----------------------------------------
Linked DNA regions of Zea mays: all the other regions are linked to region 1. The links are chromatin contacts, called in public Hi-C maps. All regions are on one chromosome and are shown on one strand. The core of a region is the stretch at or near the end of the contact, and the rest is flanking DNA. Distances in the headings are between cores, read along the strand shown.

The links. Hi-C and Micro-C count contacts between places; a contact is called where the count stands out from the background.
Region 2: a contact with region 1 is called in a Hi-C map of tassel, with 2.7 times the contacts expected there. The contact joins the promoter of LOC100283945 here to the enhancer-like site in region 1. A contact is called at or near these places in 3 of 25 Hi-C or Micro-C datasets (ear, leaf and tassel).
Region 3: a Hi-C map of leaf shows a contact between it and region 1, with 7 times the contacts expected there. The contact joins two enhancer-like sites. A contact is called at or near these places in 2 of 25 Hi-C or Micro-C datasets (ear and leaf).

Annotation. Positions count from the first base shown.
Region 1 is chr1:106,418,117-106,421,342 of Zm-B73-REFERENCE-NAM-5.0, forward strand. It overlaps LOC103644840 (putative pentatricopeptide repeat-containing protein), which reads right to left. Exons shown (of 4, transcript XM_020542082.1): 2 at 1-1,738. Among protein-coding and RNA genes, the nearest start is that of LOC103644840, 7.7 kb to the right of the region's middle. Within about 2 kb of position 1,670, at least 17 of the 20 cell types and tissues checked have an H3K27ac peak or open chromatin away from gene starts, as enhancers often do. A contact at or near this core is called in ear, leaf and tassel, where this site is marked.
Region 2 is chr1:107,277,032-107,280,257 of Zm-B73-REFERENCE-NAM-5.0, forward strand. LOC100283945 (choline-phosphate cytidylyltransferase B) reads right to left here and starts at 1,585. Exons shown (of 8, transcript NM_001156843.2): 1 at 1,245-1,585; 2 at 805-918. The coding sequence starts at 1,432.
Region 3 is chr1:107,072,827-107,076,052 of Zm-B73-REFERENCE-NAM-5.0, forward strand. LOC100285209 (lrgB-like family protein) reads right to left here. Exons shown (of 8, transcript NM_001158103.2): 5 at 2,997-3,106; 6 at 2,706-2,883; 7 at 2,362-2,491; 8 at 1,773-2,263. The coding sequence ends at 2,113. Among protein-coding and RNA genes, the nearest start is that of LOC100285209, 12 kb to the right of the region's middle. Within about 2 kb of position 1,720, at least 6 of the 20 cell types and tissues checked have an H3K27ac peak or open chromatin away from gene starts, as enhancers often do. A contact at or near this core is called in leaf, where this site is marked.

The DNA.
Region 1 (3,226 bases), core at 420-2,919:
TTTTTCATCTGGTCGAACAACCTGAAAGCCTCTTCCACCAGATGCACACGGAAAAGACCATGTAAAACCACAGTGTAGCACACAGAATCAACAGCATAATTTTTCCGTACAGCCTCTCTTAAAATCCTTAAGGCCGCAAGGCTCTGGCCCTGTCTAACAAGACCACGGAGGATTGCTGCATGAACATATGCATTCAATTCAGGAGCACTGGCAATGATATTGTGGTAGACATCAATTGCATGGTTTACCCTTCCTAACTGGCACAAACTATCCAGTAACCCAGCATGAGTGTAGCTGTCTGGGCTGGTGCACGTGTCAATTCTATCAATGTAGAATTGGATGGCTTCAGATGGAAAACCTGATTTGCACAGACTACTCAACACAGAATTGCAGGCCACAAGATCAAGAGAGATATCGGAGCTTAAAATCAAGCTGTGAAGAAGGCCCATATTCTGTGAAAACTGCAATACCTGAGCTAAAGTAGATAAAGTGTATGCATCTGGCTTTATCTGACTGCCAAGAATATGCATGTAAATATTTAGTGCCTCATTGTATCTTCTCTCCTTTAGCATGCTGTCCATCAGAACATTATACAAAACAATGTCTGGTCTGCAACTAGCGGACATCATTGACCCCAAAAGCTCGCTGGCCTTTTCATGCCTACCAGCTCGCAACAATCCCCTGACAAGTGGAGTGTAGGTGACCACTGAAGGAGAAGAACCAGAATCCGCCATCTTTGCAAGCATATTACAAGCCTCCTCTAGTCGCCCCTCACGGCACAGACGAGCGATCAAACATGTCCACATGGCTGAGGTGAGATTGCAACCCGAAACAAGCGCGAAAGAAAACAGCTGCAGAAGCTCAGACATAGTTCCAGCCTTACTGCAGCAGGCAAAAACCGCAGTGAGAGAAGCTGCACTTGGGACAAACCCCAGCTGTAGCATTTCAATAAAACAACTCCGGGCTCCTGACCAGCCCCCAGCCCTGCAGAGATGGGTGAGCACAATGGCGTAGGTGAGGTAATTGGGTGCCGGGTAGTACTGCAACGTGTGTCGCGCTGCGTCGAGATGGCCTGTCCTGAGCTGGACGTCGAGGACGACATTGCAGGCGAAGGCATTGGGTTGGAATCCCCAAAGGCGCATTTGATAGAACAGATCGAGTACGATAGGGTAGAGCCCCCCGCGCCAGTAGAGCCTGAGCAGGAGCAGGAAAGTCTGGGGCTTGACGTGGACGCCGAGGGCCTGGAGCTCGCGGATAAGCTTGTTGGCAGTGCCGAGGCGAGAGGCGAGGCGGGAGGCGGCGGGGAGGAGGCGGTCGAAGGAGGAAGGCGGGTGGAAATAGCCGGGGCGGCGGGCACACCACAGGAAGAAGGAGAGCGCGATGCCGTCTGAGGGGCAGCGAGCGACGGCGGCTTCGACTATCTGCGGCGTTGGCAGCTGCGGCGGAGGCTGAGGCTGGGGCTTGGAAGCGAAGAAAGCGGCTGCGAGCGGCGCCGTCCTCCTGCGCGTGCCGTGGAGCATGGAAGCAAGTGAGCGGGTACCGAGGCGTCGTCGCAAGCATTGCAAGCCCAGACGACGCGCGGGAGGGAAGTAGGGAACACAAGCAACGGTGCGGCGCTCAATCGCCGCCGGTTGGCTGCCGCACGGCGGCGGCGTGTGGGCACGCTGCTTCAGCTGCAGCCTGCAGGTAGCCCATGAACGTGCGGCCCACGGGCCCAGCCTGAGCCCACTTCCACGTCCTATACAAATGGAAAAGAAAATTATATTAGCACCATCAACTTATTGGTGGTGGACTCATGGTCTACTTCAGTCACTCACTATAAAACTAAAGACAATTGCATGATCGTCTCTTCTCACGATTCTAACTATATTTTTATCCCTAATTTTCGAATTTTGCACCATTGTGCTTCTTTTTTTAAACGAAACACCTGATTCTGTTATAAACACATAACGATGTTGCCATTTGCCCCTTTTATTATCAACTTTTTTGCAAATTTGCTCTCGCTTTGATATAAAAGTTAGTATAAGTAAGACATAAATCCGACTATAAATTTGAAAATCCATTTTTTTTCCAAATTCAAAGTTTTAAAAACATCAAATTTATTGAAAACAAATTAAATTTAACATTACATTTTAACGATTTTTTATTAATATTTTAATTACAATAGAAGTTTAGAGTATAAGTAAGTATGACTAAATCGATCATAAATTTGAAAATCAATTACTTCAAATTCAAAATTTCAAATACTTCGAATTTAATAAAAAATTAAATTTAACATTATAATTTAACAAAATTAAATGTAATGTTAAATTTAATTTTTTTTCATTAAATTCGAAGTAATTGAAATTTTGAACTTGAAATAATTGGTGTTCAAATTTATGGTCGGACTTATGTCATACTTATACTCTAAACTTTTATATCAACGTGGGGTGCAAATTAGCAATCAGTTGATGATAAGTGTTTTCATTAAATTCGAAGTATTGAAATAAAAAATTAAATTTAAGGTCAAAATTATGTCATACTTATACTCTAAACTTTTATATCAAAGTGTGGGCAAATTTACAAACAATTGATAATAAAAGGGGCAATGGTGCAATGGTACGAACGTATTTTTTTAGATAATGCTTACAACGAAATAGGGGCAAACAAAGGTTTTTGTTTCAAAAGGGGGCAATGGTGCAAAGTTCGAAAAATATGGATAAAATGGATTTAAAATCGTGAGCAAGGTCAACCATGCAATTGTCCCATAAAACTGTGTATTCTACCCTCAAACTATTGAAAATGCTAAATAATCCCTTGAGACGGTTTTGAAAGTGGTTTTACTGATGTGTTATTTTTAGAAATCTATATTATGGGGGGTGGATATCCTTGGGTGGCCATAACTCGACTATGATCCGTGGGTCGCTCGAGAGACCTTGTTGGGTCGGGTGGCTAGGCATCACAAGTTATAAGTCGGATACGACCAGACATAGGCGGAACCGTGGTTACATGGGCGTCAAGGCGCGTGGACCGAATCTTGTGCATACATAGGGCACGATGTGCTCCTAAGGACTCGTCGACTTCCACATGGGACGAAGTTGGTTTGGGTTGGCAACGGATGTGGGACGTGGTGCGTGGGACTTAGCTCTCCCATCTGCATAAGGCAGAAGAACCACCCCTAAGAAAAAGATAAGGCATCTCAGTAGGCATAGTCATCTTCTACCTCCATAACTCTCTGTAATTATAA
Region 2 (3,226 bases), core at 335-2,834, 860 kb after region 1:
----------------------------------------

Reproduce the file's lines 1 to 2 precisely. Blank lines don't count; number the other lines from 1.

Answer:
Linked DNA regions of Zea mays: all the other regions are linked to region 1. The links are chromatin contacts, called in public Hi-C maps. All regions are on one chromosome and are shown on one strand. The core of a region is the stretch at or near the end of the contact, and the rest is flanking DNA. Distances in the headings are between cores, read along the strand shown.

The links. Hi-C and Micro-C count contacts between places; a contact is called where the count stands out from the background.